• On Friday, pop-star Ariana Grande stopped by the Washington Humane Society and took Instagram pictures of rescue dogs. Grande was in town for a concert at Verizon Center Saturday night. She "wanted to take every single baby home," she wrote on an Instagram post. [Post]

RECENT CITY PAPER STORIES TO HELP YOU MAKE SENSE OF YOUR DAY:

  • Farm-to-TableRob Weland's Garrison, a restaurant based around local farms, has opened on Barracks Row. Mhm, bison hanger steak.
  • Lighting Up on the Job?: The D.C. Board of Elections will consider a ballot initiative that would regularly drug test councilmembers, the mayor, and top District employees.
  • Forget Trips to IKEA: Turns out you can transport a fridge on Metro—at least physically, and during the middle of the day, anyways.

Read more District Line Daily: Prostitution Stings Continue

Suspect in Metro Stabbing to Undergo Mental-Competency Evaluation

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At times, he smiled. At other moments, he seemed to be paying attention to whoever was speaking in Room 215 of the D.C. Superior Court this afternoon, during a preliminary hearing for murder.

Wearing an orange jumpsuit, Jasper Spires—the 18-year-old suspect in the July 4 Metro stabbing that killed Kevin Sutherland, 24—was today ordered by Judge Robert E. Morin to undergo a mental-competency evaluation and be held in jail until his next hearing, tentatively scheduled for August 28.

Read more Suspect in Metro Stabbing to Undergo Mental-Competency Evaluation

Turmoil in Greece Hasn’t Hurt D.C. Study Abroad Programs

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There may be turmoil on the TV and in the papers, but the Euro is cheap and District students are still traveling abroad to Greece.

For students at George Washington and American universities studying abroad in Greece this summer, professors and administrators reported no issues and enjoyed local hospitality.

“When 15 students and I left for Greece [on June 25], we had no idea that the economic crisis would explode, so we were not particularly worried,” says Andrea Tschemplik, the director of undergraduate studies at AU and the head professor for the university's students in Greece this summer.

Read more Turmoil in Greece Hasn’t Hurt D.C. Study Abroad Programs

Life Hack: Transport a Fridge on Metro

fridge_onmetro_photoSituation: You need a fridge, and you've found a cheap one on Craigslist, but even the thought of driving a rented delivery van in the city gives you an anxiety attack. Possible solution: Transport it via Metro.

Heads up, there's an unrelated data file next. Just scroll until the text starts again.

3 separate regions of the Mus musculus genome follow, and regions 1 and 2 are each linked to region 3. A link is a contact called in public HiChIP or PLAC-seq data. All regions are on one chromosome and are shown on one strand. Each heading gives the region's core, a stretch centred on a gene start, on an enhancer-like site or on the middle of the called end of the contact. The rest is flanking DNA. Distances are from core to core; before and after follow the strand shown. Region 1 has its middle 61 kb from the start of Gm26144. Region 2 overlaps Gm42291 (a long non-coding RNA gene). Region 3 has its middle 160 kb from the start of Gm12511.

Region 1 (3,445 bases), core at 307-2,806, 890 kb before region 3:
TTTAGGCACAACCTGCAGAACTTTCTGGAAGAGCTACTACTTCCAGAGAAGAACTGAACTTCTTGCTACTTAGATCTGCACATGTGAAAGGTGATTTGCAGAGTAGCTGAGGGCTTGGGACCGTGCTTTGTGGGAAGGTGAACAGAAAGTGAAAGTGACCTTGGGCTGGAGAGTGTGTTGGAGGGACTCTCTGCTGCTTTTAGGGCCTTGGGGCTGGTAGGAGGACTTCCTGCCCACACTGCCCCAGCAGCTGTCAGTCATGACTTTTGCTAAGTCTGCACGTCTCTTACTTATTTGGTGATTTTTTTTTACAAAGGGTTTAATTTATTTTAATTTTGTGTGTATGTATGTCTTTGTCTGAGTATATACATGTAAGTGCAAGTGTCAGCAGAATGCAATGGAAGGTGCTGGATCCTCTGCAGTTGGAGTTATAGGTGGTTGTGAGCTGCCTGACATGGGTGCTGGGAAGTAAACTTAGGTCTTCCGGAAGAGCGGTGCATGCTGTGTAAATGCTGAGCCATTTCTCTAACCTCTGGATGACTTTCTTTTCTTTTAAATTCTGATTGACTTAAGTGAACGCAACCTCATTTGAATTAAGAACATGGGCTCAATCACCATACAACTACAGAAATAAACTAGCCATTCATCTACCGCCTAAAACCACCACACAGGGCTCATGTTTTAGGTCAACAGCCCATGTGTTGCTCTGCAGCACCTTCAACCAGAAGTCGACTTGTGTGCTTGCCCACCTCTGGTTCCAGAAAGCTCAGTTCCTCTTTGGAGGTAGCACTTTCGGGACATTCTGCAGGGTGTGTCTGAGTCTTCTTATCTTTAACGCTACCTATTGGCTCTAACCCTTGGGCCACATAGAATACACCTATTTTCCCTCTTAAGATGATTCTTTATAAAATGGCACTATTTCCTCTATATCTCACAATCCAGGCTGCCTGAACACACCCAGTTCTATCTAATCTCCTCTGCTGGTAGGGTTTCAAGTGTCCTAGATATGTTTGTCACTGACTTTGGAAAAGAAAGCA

Around 11 a.m. today, @jwetz spotted a person loading a large, white refrigerator onto a Red Line train at the Woodley Park station. Mike Tolbert, a public information officer for Metro, notes that although he doesn't know of any precedent regarding fridge transport on the Metro, “I’m sure in the history of Metro, it’s been done before.”

You may remember a similar incident from February 2014, when a man lugged a mattress onto a Metrobus. A mattress, it should be noted out, does not have the same dimensions as a refrigerator, an important difference to remember if you’re trying to use D.C. public transit as a makeshift U-Haul service.

According Tolbert, the same Metro policy regarding the mattress applies to the fridge (or a dishwasher or half-off washer/dryer combo). The policy [PDF] states:

Read more Life Hack: Transport a Fridge on Metro

District Line Daily: Scooby Park

A morning roundup of news, opinion, and links from City Paper and around the District. Send tips and ideas to citydesk@washingtoncitypaper.com.

Sign up: To get District Line Daily—or any of our other email newsletters—sent straight to your mailbox, click here.

Starburst Plaza—a public space at the intersection of four major streets in Northeast—has seen a growing number of synthetic-drug incidents over the past few weeks. The surrounding community is trying to clean up the plaza with maintenance and programming, in tandem with police enforcement.

LEADING THE MORNING NEWS:

  • Claudia Roldan, a daycare worker at Kiddie Academy of DC, is accused of abusing two babies at the child-care center in Foggy Bottom. [WTOP]